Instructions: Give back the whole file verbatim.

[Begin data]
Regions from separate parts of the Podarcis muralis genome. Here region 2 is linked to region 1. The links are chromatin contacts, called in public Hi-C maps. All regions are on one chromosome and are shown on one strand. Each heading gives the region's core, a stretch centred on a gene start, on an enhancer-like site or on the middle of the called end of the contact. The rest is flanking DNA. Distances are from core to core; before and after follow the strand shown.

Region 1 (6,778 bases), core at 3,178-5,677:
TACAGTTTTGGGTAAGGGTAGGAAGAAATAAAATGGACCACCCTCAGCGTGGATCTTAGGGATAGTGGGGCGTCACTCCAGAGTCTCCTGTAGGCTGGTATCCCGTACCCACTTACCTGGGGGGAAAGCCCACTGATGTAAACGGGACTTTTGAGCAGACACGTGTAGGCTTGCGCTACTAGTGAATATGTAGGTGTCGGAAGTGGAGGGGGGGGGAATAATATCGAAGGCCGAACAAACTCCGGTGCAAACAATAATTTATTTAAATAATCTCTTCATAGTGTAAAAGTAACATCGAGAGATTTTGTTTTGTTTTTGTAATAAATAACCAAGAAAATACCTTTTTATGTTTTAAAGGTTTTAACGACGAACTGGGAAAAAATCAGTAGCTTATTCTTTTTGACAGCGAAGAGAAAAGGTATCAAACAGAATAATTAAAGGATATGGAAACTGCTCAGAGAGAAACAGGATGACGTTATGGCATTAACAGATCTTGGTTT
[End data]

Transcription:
Regions from separate parts of the Podarcis muralis genome. Here region 2 is linked to region 1. The links are chromatin contacts, called in public Hi-C maps. All regions are on one chromosome and are shown on one strand. Each heading gives the region's core, a stretch centred on a gene start, on an enhancer-like site or on the middle of the called end of the contact. The rest is flanking DNA. Distances are from core to core; before and after follow the strand shown.

Region 1 (6,778 bases), core at 3,178-5,677:
TACAGTTTTGGGTAAGGGTAGGAAGAAATAAAATGGACCACCCTCAGCGTGGATCTTAGGGATAGTGGGGCGTCACTCCAGAGTCTCCTGTAGGCTGGTATCCCGTACCCACTTACCTGGGGGGAAAGCCCACTGATGTAAACGGGACTTTTGAGCAGACACGTGTAGGCTTGCGCTACTAGTGAATATGTAGGTGTCGGAAGTGGAGGGGGGGGGAATAATATCGAAGGCCGAACAAACTCCGGTGCAAACAATAATTTATTTAAATAATCTCTTCATAGTGTAAAAGTAACATCGAGAGATTTTGTTTTGTTTTTGTAATAAATAACCAAGAAAATACCTTTTTATGTTTTAAAGGTTTTAACGACGAACTGGGAAAAAATCAGTAGCTTATTCTTTTTGACAGCGAAGAGAAAAGGTATCAAACAGAATAATTAAAGGATATGGAAACTGCTCAGAGAGAAACAGGATGACGTTATGGCATTAACAGATCTTGGTTT